Where do I recruit a new member for the Finance Committee?
August 1, 2022 11:10 AM   Subscribe

I am the moderator of a relatively small town of 15kish people, and one of my jobs is to appoint members of the Finance Committee. We are currently lacking on the civic engagement front, and this committee is one with a fair amount of scope and responsibility which would be much better handled by someone with town experience. I live in western Massachusetts. Where do I find these people?

So far, I have:
1) Emailed existing committees to ask for candidates and/or channels to reach out to (no replies)
2) Called town departments (nibbles, no bites)
3) Posted on three (don't ask) of the town's Facebooks and Nextdoor (one unqualified candidate)
4) Looked up the nonprofits in town and contacted them (no replies)
5) Contacted the library (they'll post the position, but no good ideas of local networks)
6) Cold-called a few businesses in town (banks, credit unions, small businesses that need to budget) and confused some people, no bites.
posted by Alex Haist to Law & Government (7 answers total)
CPAs. Whoever audits your town's books (not the same person, though!!!).
posted by praemunire at 11:13 AM on August 1, 2022 [5 favorites]

Search "board" on Linkedin, filter to "People", filter those results by location to your town, to find people with board-level professional experience near you.
posted by caek at 11:19 AM on August 1, 2022

Best answer: Search your town's name within the directory of the Massachusetts Government Finance Officials Association in hopes of finding someone who either works as a consultant, is employed by another municipality, or has retired to your community. You might also find recruitment ideas and/or candidates by contacting the Massachusetts Municipal Management Association and its Association of Town Finance Committees affiliate.
posted by carmicha at 11:37 AM on August 1, 2022 [3 favorites]

Best answer: I think banks and credit unions are good ideas, but I don't think cold-calling is the way to go about it. Instead, try looking up the bank on LinkedIn or its website to see if you can actually get some information about the people who may be qualified (i.e., you're probably not looking for tellers, but rather executives), then reach out to those people more directly.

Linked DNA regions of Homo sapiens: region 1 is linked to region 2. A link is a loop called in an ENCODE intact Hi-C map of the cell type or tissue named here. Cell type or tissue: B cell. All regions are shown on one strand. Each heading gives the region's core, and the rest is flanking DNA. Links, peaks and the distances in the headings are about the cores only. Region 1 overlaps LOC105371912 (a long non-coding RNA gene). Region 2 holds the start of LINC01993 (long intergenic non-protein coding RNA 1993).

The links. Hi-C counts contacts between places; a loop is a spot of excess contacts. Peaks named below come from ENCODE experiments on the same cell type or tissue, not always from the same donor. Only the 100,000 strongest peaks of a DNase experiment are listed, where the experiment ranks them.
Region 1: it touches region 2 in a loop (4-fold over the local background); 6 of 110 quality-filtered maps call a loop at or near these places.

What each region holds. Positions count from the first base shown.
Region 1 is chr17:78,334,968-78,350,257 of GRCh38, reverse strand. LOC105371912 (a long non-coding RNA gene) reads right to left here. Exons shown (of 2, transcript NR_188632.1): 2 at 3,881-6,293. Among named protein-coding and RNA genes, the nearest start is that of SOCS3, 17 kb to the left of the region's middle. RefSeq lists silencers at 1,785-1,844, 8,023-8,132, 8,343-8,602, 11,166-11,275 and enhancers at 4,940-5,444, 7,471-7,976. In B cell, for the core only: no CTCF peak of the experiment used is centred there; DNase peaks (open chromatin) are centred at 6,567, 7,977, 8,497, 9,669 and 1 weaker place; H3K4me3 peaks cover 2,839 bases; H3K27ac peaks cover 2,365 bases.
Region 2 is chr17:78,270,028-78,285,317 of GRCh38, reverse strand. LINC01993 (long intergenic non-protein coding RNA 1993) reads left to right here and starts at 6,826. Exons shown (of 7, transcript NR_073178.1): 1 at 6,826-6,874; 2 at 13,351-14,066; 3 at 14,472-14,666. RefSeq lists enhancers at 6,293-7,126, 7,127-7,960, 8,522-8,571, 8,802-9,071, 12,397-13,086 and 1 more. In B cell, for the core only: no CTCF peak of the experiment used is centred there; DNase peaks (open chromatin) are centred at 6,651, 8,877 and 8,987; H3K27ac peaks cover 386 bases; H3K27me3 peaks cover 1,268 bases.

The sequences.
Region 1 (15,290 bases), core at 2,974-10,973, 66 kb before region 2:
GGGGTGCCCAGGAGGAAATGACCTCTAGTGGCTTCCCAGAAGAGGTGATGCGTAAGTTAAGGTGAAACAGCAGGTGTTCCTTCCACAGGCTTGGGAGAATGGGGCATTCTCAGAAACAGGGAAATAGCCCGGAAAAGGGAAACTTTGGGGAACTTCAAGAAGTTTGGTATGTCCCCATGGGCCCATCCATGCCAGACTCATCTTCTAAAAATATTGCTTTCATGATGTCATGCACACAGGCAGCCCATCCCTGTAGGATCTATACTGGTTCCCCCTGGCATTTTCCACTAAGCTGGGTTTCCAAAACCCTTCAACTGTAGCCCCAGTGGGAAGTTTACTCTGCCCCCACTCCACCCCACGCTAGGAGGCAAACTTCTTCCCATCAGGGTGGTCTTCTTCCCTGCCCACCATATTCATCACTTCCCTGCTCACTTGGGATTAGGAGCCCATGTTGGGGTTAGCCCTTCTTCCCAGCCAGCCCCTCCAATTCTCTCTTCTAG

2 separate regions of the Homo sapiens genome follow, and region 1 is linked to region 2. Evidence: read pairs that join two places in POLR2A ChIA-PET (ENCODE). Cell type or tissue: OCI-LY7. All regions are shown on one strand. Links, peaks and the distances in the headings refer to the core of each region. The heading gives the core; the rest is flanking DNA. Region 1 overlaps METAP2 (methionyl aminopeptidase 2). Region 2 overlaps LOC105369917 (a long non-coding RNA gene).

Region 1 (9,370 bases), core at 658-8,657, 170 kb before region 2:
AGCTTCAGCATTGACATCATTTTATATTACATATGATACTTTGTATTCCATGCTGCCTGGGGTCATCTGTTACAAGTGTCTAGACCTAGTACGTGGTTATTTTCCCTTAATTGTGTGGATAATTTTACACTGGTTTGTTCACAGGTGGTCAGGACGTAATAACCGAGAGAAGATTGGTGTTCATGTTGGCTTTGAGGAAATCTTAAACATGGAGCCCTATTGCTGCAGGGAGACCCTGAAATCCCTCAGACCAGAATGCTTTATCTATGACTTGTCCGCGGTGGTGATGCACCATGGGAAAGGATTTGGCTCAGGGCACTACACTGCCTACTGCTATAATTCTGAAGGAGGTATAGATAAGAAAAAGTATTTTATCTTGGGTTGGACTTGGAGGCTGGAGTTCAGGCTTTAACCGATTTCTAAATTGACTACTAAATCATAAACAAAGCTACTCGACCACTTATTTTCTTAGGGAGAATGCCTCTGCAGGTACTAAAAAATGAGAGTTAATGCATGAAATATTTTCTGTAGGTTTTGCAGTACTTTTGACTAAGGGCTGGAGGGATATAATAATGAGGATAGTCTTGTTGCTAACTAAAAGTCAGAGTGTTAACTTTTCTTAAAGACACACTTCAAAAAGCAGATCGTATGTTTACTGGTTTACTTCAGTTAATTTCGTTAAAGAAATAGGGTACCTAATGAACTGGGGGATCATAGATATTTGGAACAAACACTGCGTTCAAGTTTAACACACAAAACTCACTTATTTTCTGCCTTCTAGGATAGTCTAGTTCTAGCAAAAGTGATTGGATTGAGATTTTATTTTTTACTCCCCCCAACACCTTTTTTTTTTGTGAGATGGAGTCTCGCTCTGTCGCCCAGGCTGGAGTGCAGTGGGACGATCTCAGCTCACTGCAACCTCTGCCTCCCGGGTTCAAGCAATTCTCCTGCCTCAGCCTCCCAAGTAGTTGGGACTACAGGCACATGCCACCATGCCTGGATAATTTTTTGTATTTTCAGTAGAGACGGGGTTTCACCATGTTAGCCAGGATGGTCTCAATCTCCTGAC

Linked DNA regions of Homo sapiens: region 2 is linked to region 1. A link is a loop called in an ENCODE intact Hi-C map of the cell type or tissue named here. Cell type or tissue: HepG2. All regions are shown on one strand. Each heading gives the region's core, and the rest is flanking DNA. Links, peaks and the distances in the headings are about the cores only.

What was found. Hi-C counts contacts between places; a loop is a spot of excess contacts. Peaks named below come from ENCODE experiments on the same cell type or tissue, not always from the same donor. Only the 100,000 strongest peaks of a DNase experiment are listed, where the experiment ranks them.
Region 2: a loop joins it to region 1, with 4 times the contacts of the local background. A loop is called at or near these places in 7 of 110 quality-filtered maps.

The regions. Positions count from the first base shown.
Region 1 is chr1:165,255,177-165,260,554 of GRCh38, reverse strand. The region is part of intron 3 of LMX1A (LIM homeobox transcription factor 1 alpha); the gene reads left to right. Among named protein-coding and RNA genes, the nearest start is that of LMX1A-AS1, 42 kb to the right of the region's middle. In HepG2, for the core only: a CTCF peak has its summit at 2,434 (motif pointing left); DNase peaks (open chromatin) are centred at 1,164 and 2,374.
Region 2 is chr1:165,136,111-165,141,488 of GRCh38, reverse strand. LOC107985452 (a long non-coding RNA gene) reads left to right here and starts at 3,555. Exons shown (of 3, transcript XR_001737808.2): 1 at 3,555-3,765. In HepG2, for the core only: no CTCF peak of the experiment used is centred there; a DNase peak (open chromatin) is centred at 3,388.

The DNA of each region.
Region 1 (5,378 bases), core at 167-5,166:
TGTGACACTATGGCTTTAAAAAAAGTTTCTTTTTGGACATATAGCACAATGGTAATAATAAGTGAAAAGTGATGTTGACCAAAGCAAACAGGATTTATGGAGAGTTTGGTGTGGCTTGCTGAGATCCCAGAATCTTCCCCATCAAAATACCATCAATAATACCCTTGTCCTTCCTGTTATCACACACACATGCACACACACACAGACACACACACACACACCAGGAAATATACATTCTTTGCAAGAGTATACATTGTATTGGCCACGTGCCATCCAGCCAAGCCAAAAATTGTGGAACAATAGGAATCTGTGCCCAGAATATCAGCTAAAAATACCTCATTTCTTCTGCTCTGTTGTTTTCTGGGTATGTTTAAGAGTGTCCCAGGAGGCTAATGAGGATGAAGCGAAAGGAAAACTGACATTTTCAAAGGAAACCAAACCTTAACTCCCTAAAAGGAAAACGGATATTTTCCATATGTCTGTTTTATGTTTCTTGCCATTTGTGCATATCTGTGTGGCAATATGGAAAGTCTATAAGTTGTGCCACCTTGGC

I think you might also have some luck with health care and school administrators. Again, try to find who they are and ask directly rather than open-ended "anyone you know?" questions to a phone operator.
posted by kevinbelt at 11:42 AM on August 1, 2022 [1 favorite]

Best answer: Might be worth calling a few nearby towns and talking directly with their Finance Committee person/people. See who they know and/or can recommend.
posted by nkknkk at 11:47 AM on August 1, 2022

Best answer: If you have a community college, try contacting the folks who teach in the accounting department. I teach at a cc and there are a lot of us who get approached to sit on various boards according to our expertise/capacity.
posted by hurdy gurdy girl at 4:19 PM on August 1, 2022 [1 favorite]

Best answer: I am a Town Board member of a small town in upstate NY. The Town Board members view town committees as the "minor leagues" for people interested in running for office. Volunteer committees give a person insight into how government works, provide a close view of what an elected official does and helps build connections for a future run.

Therefore, we hit the local political committees for volunteers. If you are a committeeman, party zone chairman or even if you've ever expressed an interest in running for office (just once) to anyone - we'll call you and invite you to volunteer for a committee.

A good place to start aside from the local political committees is also the lists of donors to candidates. If you donate, you're often interested in town affairs.
posted by Colonel Sun at 5:16 AM on August 2, 2022 [1 favorite]

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